Why did Jesus pray this? Certainly not just for a sense of cosy togetherness, but rather for the sake of mission and evangelism. Jesus prayed for the unity of believers, “… that the world may know that you have sent me and have loved them even as you have loved me.” [My emphasis]
The thrust of what I’m saying should be clear to you by now. Unity is: central to the gospel, central in the prayer of Jesus, central to the witness of the disciples, central for us, now.
But, we need to ask further, what sort of unity is it for which Jesus prays?
At a first and obvious level this unity is reflected in the way we treat one another. In a fractured world Jesus’ disciples are required to live a unity with each other that points the world to a redeemed life in Christ and away from the ashes of human fallenness.
The unity of believers must be real and visible, “so that they [the world] may know that you sent me”, (John 17:23) namely: unity with each other, unity with God.
The words in 17:23 that the Father loved the disciples (you and me again) ‘even as’ he loved Jesus, is one of the most astonishing statements in all the scriptures when one thinks of the intimacy of oneness that the Father actually had with the Son.
In all this it cannot be denied that, fond as I am of ecumenism and ecumenical endeavour, the unity for which Jesus prayed did not specify institutional or structural unity with common constitutions, identical ways of doing things and codified statements of belief. Nor is unity a form of moral exhortation to better the world.
Jesus’ prayer in John 17 goes deeper. His prayer is for us actually to share in the life of God. ‘May they be one, Father, as we are one, I in them and they in me, that they may become completely one.’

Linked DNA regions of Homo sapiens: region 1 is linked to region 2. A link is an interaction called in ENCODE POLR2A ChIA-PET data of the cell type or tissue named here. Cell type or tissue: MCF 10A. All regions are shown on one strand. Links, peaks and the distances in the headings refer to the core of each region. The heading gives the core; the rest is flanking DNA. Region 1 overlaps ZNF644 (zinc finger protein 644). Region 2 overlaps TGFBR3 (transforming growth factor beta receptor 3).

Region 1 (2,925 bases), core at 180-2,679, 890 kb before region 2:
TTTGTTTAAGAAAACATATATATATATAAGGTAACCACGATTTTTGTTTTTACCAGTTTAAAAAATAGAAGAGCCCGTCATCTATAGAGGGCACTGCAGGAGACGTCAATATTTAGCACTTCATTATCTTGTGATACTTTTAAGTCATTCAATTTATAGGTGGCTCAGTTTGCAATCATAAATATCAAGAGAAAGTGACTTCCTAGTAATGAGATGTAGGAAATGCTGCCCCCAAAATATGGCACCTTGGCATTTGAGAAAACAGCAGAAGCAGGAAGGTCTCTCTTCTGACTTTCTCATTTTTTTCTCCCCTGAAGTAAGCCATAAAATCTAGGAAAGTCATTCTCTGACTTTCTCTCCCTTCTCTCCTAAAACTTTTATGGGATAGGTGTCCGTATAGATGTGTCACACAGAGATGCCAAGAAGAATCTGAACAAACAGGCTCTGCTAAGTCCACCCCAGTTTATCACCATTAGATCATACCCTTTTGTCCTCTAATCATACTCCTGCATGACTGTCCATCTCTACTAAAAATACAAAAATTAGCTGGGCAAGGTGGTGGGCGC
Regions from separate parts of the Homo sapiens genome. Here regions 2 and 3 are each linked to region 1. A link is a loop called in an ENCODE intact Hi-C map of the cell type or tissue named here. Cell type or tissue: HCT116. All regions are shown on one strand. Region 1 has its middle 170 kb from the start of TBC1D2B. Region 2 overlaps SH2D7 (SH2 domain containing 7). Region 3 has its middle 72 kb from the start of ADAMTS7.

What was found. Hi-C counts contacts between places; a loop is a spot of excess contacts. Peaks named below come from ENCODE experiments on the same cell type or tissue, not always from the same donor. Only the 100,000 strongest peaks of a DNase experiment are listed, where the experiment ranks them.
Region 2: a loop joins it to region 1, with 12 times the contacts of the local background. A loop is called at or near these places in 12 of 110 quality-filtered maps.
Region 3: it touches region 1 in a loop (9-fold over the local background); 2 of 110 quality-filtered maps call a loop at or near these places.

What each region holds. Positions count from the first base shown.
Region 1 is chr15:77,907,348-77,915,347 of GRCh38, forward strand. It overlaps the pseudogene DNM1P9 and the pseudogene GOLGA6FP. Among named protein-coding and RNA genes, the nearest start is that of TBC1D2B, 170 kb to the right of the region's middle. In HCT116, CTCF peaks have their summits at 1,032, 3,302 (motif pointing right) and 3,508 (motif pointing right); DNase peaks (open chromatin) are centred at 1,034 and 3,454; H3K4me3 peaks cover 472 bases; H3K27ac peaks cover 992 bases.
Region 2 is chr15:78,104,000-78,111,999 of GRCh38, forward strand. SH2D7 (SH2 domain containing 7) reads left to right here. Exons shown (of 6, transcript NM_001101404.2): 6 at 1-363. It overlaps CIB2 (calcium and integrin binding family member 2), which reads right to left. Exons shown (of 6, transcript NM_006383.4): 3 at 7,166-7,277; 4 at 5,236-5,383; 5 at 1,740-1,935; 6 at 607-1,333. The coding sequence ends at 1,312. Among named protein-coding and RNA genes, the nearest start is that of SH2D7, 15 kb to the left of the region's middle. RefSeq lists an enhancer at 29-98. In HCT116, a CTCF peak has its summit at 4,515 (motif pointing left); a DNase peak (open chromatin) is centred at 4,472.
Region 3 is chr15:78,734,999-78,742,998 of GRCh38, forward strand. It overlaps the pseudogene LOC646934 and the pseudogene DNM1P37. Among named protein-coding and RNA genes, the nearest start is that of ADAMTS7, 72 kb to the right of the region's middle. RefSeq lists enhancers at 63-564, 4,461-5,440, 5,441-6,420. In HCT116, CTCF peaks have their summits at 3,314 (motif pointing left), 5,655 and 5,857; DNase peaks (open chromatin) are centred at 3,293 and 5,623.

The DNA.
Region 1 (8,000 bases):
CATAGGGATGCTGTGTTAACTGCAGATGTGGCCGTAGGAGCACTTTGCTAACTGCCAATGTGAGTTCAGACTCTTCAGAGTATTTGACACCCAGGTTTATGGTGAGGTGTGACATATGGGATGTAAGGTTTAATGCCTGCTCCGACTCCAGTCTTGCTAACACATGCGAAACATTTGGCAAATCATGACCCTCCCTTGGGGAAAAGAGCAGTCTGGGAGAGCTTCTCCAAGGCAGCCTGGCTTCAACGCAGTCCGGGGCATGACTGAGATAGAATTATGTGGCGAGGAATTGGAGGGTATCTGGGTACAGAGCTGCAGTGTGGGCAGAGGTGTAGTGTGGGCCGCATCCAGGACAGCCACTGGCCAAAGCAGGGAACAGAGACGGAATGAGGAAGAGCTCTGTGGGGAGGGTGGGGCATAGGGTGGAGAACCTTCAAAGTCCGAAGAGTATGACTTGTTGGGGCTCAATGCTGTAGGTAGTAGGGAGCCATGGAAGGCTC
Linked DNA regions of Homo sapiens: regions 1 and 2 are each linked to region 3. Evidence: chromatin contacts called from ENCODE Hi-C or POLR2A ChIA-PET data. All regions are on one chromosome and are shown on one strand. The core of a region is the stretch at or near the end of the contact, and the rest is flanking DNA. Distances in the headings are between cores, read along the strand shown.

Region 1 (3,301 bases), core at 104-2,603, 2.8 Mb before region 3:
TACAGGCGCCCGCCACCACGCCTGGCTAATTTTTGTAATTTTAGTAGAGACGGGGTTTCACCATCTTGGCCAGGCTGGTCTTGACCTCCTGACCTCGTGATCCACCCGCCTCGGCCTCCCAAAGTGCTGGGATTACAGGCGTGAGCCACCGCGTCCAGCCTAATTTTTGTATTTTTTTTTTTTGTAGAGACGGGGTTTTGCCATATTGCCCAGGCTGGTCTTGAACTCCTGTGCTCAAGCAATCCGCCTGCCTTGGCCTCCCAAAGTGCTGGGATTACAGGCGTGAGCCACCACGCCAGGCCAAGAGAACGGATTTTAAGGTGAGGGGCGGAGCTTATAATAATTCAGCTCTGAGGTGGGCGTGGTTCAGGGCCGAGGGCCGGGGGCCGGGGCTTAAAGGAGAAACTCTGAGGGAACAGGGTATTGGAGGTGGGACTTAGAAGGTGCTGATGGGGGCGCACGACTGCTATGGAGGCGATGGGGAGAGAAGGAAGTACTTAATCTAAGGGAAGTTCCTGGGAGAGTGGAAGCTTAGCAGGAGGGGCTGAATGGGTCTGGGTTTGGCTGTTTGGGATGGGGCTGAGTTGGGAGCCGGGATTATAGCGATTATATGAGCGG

And the glory that the Father gave the Son he gives to the disciples. Yes to you. To me. Think of that and think of it as you leave this church: as you walk to the subway, to the taxi, to lunch, to wherever. As you go, the glory which the Father gave the Son he is giving to us now so that it might radiate from us and be recognised by others as coming from him.
I have a prayer for each one of us here today. Namely that the glory of God, bestowed upon the Son, and lived by the Son, may so come into you and me that, by the continuing infilling of the Holy Spirit we embody the unity of the Father and the Son in such a way that others see his glory in us and are drawn into him.
By this means may Jesus’ prayer in John 17:13 be fulfilled before today is ended, “I speak these words so that my joy may be complete in them.” In other words that his joy may be complete in you … and in me.
Addendum to my words on the historic episcopate: On 15th November 1784 Article V of the signed Concordate ensured that the Scottish Communion rite would also be taken back by Seabury to America. Interestingly an article in the American Church Review of July 1882 regards this as a greater gift than the historic episcopacy, “In giving the primitive form of Consecration [of the communion elements] ‘Scotland gave us a greater boon than when she gave us the Episcopate’.”²
¹Seabury to Miles Cooper and Quoted in Allan to Petrie, 14th September 1784, Scottish Record Office MSS CH/12/24/P535-6
²Quoted in John Dowden The Annotated Scottish Communion Office, R. Grant and Son, Edinburgh, 1884, p117. (I am indebted to my Dean, Dr Emsley Nimmo, for this information).